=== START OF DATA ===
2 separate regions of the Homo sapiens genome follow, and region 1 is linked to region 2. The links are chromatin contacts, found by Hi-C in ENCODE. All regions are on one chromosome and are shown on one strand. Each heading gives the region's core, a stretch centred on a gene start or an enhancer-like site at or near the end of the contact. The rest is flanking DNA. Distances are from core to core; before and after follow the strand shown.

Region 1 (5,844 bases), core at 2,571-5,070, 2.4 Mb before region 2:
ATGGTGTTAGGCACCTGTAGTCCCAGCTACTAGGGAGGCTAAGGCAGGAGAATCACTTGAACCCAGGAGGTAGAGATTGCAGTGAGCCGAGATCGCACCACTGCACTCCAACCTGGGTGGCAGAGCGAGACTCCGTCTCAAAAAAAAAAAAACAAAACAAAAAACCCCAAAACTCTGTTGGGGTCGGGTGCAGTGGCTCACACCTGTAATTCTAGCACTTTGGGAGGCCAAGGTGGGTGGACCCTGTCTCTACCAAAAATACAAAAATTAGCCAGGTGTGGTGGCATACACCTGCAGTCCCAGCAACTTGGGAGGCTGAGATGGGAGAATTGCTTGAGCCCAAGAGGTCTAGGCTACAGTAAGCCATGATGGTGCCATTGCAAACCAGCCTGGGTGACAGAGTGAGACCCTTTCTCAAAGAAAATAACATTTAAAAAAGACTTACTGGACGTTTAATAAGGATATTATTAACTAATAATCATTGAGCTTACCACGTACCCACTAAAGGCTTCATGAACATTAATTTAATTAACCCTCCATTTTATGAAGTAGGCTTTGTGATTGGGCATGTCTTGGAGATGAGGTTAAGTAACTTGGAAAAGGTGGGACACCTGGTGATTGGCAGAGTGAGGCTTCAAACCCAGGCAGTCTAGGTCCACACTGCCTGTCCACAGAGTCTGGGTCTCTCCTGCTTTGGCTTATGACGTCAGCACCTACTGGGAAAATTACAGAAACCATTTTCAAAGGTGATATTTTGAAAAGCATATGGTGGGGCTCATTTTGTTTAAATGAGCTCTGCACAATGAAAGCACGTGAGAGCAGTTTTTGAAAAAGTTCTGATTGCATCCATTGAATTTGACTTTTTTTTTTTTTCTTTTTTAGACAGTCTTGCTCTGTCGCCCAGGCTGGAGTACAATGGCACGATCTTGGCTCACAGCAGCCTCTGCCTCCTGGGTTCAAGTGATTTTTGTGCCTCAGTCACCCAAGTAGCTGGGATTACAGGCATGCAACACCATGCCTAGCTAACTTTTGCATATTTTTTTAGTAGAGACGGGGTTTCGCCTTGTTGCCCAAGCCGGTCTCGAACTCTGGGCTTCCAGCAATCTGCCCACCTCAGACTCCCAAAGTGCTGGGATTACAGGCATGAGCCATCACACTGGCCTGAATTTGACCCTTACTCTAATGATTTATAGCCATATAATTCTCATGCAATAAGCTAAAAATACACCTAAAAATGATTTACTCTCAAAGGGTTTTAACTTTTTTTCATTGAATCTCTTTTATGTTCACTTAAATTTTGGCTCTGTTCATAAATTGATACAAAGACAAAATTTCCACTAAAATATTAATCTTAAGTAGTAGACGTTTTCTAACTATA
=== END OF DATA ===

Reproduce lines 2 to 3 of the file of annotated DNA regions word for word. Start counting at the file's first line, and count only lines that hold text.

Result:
Region 1 (5,844 bases), core at 2,571-5,070, 2.4 Mb before region 2:
ATGGTGTTAGGCACCTGTAGTCCCAGCTACTAGGGAGGCTAAGGCAGGAGAATCACTTGAACCCAGGAGGTAGAGATTGCAGTGAGCCGAGATCGCACCACTGCACTCCAACCTGGGTGGCAGAGCGAGACTCCGTCTCAAAAAAAAAAAAACAAAACAAAAAACCCCAAAACTCTGTTGGGGTCGGGTGCAGTGGCTCACACCTGTAATTCTAGCACTTTGGGAGGCCAAGGTGGGTGGACCCTGTCTCTACCAAAAATACAAAAATTAGCCAGGTGTGGTGGCATACACCTGCAGTCCCAGCAACTTGGGAGGCTGAGATGGGAGAATTGCTTGAGCCCAAGAGGTCTAGGCTACAGTAAGCCATGATGGTGCCATTGCAAACCAGCCTGGGTGACAGAGTGAGACCCTTTCTCAAAGAAAATAACATTTAAAAAAGACTTACTGGACGTTTAATAAGGATATTATTAACTAATAATCATTGAGCTTACCACGTACCCACTAAAGGCTTCATGAACATTAATTTAATTAACCCTCCATTTTATGAAGTAGGCTTTGTGATTGGGCATGTCTTGGAGATGAGGTTAAGTAACTTGGAAAAGGTGGGACACCTGGTGATTGGCAGAGTGAGGCTTCAAACCCAGGCAGTCTAGGTCCACACTGCCTGTCCACAGAGTCTGGGTCTCTCCTGCTTTGGCTTATGACGTCAGCACCTACTGGGAAAATTACAGAAACCATTTTCAAAGGTGATATTTTGAAAAGCATATGGTGGGGCTCATTTTGTTTAAATGAGCTCTGCACAATGAAAGCACGTGAGAGCAGTTTTTGAAAAAGTTCTGATTGCATCCATTGAATTTGACTTTTTTTTTTTTTCTTTTTTAGACAGTCTTGCTCTGTCGCCCAGGCTGGAGTACAATGGCACGATCTTGGCTCACAGCAGCCTCTGCCTCCTGGGTTCAAGTGATTTTTGTGCCTCAGTCACCCAAGTAGCTGGGATTACAGGCATGCAACACCATGCCTAGCTAACTTTTGCATATTTTTTTAGTAGAGACGGGGTTTCGCCTTGTTGCCCAAGCCGGTCTCGAACTCTGGGCTTCCAGCAATCTGCCCACCTCAGACTCCCAAAGTGCTGGGATTACAGGCATGAGCCATCACACTGGCCTGAATTTGACCCTTACTCTAATGATTTATAGCCATATAATTCTCATGCAATAAGCTAAAAATACACCTAAAAATGATTTACTCTCAAAGGGTTTTAACTTTTTTTCATTGAATCTCTTTTATGTTCACTTAAATTTTGGCTCTGTTCATAAATTGATACAAAGACAAAATTTCCACTAAAATATTAATCTTAAGTAGTAGACGTTTTCTAACTATA